The following review contains spoilers. Of course, if you are familiar with Nikolai Gogol, you probably know how the film ends. If you are not familiar with Nikolai Gogol, you should be.
When I started getting texts and e-mails imploring me to see the new “Taras Bulba” film, directed by a Russian with a Ukrainian-sounding last name – Vladimir Bortko – I was intrigued. “The politics,” everyone said, “what do you think about the politics?”
“OK,” I said. “I’ll tell you what I think.” Shortly thereafter I said, “Oh dear God. I fell for it, didn’t I?”
Taras Bulba, the short novel by Nikolai Gogol, has two versions – the later, official version being markedly more pro-Russian in nature. It’s a tale of Zaporizhian Cossacks, Poles, pogroms, war, forbidden love, and lots and lots of romantic nationalism. It makes sense that even today, Bulba should be expected to make waves.
On one hand, Bortko has been commended for at least trying to dampen down the story’s anti-Semitism, without losing sight of the bloody history of Cossacks and Jews. On the other hand, the movie sticks faithfully to the later version of the text, which could potentially be cause for disappointment among those of us who expected Bortko to say something politically unexpected.
The actual problem here is that Bortko’s film is a grotesque retelling, utilizing the most exaggerated elements of Gogol’s writing. Remember how ridiculous Wolfgang Petersen’s “Troy” was? It’s a bit like that, with sabers instead of sandals. This is a particular shame, considering that the beloved Bogdan Stupka plays Taras and the film’s release was delayed to coincide with Gogol’s bicentennial.
A filmmaker adapting a literary text needs to buckle down and make actual choices as to how to portray emotion and dialogue. Imagine, for example, a retelling of The Lord of the Rings that portrays, in excruciating detail, how Sam shouts “Me go and see Elves and all! Hooray!” and proceeds to burst into tears. Just because a conversation works on paper doesn’t mean it’s going to easily translate onto the screen.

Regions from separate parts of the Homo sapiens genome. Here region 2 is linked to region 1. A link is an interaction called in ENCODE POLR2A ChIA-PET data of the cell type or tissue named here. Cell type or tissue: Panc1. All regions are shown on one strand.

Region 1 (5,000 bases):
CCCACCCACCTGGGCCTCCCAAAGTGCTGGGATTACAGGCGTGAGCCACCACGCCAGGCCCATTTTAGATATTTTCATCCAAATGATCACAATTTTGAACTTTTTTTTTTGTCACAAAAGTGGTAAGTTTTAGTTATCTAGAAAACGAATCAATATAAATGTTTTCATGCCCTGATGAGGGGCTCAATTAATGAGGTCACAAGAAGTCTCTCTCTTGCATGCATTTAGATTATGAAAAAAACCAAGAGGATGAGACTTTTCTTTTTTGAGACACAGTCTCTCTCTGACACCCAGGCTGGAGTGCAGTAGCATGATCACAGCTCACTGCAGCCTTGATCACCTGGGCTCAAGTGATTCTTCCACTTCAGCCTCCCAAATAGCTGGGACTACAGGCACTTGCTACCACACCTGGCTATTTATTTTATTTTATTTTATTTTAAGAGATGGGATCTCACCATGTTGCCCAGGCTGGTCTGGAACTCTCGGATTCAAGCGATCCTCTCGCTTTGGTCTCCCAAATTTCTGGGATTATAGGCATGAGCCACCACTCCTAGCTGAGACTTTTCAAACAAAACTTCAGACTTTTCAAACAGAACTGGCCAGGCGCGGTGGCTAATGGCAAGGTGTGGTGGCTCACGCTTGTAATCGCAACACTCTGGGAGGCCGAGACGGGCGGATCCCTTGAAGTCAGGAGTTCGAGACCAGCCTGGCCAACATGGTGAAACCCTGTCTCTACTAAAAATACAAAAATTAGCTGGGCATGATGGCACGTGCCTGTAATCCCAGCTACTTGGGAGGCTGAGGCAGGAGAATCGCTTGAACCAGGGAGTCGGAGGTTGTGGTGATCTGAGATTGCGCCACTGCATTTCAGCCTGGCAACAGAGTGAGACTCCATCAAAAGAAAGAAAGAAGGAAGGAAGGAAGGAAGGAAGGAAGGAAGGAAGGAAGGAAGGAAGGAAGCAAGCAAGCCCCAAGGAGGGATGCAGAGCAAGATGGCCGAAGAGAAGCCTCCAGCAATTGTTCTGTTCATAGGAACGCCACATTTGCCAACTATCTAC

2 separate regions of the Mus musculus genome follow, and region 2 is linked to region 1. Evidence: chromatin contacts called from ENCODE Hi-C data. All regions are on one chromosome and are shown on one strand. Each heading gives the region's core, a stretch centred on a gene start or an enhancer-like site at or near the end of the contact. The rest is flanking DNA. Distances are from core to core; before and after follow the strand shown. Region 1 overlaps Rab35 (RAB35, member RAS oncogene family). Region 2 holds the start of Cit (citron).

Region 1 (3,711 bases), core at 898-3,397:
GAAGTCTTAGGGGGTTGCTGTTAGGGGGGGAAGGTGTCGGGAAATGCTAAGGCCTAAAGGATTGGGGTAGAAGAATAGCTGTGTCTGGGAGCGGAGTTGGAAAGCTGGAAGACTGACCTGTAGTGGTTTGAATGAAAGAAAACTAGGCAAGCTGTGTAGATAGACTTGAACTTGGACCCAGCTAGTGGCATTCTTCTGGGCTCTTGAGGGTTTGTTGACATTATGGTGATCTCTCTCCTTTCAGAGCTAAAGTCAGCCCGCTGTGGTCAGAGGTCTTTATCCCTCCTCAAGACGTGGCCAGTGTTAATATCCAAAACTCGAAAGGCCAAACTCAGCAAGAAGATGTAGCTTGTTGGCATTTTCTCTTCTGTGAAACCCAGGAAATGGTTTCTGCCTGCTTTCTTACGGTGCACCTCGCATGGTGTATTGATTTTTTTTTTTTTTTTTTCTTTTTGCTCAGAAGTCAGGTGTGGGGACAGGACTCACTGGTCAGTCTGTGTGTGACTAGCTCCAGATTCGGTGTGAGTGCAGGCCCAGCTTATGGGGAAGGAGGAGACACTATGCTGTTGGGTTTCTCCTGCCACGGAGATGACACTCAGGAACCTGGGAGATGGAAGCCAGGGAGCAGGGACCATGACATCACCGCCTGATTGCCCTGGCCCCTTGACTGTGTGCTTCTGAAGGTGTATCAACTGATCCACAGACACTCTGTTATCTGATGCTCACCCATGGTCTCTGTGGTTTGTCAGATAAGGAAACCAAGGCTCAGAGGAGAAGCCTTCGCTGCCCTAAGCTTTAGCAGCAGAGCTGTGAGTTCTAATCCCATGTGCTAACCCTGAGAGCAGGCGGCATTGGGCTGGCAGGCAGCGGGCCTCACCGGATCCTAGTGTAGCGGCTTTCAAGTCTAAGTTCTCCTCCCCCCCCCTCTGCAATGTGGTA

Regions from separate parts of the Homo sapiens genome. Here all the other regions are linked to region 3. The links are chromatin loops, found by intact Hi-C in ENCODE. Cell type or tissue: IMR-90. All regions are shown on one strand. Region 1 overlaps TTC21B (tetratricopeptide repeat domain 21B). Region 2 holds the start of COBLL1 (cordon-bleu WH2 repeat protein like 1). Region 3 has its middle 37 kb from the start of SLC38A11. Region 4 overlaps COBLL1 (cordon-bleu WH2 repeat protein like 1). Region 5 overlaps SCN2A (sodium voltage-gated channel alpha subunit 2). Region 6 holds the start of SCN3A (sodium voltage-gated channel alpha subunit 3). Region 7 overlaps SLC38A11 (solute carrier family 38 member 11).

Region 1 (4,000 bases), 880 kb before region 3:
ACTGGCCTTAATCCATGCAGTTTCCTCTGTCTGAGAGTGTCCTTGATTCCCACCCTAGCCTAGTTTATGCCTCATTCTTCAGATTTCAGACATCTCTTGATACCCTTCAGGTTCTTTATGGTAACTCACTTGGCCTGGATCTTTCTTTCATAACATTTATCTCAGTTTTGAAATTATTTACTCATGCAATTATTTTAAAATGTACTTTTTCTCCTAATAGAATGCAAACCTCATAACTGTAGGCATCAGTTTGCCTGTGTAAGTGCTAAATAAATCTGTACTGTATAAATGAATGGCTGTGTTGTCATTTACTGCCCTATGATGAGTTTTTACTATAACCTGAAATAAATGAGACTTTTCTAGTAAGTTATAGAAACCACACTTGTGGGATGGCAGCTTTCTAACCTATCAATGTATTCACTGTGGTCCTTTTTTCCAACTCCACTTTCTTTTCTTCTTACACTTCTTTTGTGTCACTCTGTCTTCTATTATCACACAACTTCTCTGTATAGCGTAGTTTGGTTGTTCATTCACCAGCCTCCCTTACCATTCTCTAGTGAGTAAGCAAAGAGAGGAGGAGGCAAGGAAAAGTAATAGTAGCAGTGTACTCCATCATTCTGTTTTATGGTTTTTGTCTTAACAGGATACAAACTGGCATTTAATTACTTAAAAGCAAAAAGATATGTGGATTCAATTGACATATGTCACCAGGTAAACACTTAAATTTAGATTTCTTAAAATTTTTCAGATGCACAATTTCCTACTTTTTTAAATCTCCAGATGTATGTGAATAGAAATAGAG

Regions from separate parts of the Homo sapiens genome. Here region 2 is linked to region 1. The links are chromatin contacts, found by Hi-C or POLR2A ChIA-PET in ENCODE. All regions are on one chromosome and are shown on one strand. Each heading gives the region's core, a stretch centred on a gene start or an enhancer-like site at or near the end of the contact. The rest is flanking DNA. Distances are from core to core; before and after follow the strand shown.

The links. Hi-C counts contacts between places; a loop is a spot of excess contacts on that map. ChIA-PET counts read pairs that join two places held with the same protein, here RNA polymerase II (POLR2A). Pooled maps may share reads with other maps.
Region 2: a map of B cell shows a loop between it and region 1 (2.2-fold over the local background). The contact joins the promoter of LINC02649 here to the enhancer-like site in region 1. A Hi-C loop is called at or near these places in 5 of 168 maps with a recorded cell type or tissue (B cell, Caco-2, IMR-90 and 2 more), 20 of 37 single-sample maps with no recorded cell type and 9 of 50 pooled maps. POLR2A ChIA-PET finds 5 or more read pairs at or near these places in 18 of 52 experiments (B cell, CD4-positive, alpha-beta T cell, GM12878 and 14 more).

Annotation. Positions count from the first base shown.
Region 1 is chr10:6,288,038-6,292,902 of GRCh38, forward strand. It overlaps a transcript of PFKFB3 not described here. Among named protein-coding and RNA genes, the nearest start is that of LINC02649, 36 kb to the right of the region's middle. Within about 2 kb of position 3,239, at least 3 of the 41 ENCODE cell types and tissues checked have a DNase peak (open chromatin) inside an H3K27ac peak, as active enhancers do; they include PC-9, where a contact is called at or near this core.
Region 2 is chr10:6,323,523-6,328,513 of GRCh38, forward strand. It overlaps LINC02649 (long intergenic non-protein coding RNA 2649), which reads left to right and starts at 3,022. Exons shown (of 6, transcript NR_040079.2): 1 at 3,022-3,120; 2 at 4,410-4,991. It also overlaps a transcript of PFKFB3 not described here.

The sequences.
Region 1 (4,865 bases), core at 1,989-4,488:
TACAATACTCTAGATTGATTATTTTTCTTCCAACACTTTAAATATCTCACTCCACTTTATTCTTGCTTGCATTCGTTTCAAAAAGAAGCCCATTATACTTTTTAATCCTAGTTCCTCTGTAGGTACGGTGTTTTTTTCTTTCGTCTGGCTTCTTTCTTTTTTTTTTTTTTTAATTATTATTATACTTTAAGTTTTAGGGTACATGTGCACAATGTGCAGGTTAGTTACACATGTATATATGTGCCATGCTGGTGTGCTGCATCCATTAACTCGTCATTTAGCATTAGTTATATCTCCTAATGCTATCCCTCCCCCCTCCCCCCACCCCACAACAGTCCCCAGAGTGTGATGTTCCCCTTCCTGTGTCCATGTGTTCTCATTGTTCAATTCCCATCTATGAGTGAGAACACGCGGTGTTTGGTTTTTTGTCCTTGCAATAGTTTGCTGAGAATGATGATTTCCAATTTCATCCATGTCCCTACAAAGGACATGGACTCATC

The Russian Wikipedia page for the movie says that “even during his terrible execution, Taras remains a true patriot.” Even without seeing the film, can you imagine how a modern audience (the Miniver Cheevey’s among us notwithstanding) will react to that, regardless of personal politics? As the dying Cossacks utter grandiose last words that would note be out of place in “The Complete Wrks of Wllm Shkspr (Abridged),” even the generous amount of gore does not quite shame you into stifling the giggles.
The Zaporizhian Sich that Taras Bulba belongs to was later destroyed by the Russian Empress, Catherine II, hence making the tale play like a cruel joke at times (this is without going into the complicated allegiances the Cossacks made over their long history – a history that cannot satisfy any political propaganda machine). But what does it matter if the entire film is a joke – neither cruel, nor funny, but simply bad?
When you’re dealing with a movie that makes “Braveheart” look like “A Room with a View” by comparison, its larger implications remain relevant only to high school students who will be forced – despite the good weather, or perhaps because of it – to write long and tedious papers on the subject.
If you read Russian, please check out Roman Volobuev’s brilliant review of this monstrosity.